Here at The Sassologist, we obviously love films and books. Duh. And adaptation-wise, 90% of the time the books are better. But there are some reasons why horror works better on screen than on page. I won’t argue with you that the books are better, but I will give you five reasons why I love watching horror films more than reading horror books. Ofcourse, this is all in celebration of our Horrortober month. So let’s delve into those five good reasons why you should go to the cinema/turn on your television instead of picking up that book.
1. The Jump Scares
No matter how great the book, jump scares just don’t work when they’re written down. Think about it. ‘Jack walked into the bathroom to check his reflection in the mirror. This whole situation was just getting out of hand. Was there blood on his face? It all seemed normal to him, as he opened the medicine cabinet behind the mirror. Maybe a sedative would help. He closed the door AND THE KILLER WAS STANDING BEHIND HIM YOU COULD SEE IT IN THE MIRROR AAAH.’ Something like that. OK, Stephen King could write a very creepy scene about the killer standing behind Jack, but even then, it wouldn’t be a jump scare. It would just be scary. Jump scares are one of the best things about horror films and those only work on screen. You know it’s coming, you know you want to look away and yet… it was just a cat.
2. The Makeup
Yes, your imagination is great, and the writer described the monster/killer amazingly. But nothing beats good old fashioned makeup. You’ll always remember the messed up faces in The Ring, or Pennywise in IT. The zombies in George Romero’s zombiefilms. All the wounds in all of the slasher films ever made. The fake blood in films like Scream. The bitemarks by vampires, the larger bitemarks by all the sharks. And all of your favorite movie monsters are hidden behind layers of makeup. Frankenstein’s monster, Dracula, the werewolf, the Mummy. And while horrorfilms mostly don’t win a lot of ‘best movie’ awards, they tend to get a lot of nominations for the make-up department. Sometimes, they even win an Oscar for it, like The Fly, An American Werewolf in London & Bram Stoker’s Dracula. The makeup is part of the experience why horror films beat horror books.
3. The Decor/Setting
Art direction is another category in which horrorfilms are often nominated. You can certainly imagine the Paris Opera while reading the book, but seeing it on screen in The Phantom of the Opera is a totally different experience. And what to think about Norman Bates’ place in Psycho? This is yet again one of the aspects of a book you can make up in your own imagination, but art directors are visionaries. A great setting makes a horrorfilm even better, if it’s an abandoned mall in a zombiefilm or an old mansion like in Resident Evil (in which case the games are FAR better than the films, but that is a whole other topic). There are settings that are a bit of a cliché, like that old mansion, but that makes it even better. Because now, as soon as you see that large and haunted mansion in a film, you’ll know something is up. The same goes for forests and cemetaries: just don’t go there after dark.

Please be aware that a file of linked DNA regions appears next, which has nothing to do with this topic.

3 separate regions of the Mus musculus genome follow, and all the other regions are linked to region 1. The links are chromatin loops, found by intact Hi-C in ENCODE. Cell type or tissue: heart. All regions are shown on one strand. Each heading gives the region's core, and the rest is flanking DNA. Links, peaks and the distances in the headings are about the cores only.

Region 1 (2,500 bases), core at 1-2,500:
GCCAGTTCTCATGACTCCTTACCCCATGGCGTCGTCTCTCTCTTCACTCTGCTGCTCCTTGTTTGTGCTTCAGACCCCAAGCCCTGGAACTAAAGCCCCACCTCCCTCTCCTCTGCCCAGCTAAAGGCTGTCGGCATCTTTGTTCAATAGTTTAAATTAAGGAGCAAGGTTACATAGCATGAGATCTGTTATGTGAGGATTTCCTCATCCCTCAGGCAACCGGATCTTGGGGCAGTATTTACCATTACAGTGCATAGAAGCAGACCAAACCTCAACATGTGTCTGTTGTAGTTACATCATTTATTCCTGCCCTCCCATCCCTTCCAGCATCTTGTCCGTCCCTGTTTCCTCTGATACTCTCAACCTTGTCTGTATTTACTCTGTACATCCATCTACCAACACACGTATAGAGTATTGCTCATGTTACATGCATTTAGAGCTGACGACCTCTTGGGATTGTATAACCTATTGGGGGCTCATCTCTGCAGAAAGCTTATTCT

4. The Visual Effects
Besides makeup, visual and special effects can make a horrorfilm even better. Just think about The Mist. Without that creepy fog, the movie just wouldn’t be the same. And let’s not forget the creatures in that same mist. Or what about the cute Mogwai turning into nasty Gremlins? The transformation is just spot-on. Ofcourse, all space-horrors can’t do without great visual effects. The Alien films certainly wouldn’t be the same without it. Good special effects can lift a film up. That said, terrible special effects can make a good movie worse. If you watch films from ten years or more back, the effects start to be laughable. So when watching older horrorfilms, just remember that at that time, those effects were the best they could manage, and you’ll be fine.
5. The Music (& Sounds)
I saved the best reason for last. Music makes the horrorfilm. There isn’t a jump scare without a frightening sound to accompany it. All horror franchises have their own thememusic. Think about Friday the 13th, Halloween and obviously Jaws. Jaws wouldn’t nearly be as good without that duuuuun dun duuuun dun swelling up. John Williams, the composer of the Jaws soundtrack, is one of the best Hollywood composers ever (something about a film called… Star Wars…). Either way, even if you are a booklover or a filmhater, you have to admit that horror films have great scores and that the music makes the movie. Not convinced? Turn off the sound the next time you watch a horrorfilm. It won’t be scary at all.